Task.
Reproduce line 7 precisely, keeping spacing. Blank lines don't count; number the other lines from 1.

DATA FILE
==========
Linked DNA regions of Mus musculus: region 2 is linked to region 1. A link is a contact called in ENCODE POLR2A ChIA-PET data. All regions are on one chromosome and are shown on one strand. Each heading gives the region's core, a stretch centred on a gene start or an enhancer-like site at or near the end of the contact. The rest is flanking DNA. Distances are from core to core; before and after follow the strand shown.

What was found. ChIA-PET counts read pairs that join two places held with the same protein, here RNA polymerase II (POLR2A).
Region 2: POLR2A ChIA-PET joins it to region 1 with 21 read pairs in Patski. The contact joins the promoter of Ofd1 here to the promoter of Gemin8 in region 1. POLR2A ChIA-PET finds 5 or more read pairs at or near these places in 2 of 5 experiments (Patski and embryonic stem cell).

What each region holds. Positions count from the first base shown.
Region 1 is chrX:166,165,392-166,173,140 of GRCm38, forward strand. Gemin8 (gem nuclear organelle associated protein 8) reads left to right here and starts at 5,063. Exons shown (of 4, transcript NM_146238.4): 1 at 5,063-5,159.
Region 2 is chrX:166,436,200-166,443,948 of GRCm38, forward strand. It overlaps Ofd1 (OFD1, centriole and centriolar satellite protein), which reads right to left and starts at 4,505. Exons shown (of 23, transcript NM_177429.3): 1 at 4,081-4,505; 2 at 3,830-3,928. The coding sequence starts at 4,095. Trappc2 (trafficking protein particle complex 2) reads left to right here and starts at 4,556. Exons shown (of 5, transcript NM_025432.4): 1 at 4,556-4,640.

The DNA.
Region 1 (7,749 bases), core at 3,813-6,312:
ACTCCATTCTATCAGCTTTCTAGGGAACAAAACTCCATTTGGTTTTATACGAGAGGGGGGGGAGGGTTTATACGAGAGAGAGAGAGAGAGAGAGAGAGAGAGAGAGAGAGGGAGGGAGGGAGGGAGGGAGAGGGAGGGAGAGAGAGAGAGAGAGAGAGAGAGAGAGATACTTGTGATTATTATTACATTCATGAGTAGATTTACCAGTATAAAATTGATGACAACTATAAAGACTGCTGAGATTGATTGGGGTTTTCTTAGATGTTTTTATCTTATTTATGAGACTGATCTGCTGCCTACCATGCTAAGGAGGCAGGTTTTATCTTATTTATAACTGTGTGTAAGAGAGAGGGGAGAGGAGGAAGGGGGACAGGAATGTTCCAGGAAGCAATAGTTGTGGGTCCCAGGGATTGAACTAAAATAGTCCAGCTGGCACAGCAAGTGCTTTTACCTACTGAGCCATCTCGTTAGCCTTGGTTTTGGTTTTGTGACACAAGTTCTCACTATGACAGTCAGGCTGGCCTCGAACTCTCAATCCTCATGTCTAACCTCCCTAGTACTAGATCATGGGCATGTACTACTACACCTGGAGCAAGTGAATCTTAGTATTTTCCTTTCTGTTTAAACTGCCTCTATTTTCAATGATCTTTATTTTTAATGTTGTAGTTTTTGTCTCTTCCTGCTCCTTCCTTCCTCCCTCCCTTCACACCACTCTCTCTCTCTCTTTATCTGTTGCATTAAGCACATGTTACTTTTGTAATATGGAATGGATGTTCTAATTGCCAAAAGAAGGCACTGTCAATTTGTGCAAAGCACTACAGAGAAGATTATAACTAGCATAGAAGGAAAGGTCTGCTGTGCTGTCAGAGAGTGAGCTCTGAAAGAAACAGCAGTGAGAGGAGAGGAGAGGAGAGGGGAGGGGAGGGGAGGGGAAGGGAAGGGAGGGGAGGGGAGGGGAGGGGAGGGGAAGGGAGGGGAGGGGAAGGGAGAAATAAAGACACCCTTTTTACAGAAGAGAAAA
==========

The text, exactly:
The DNA.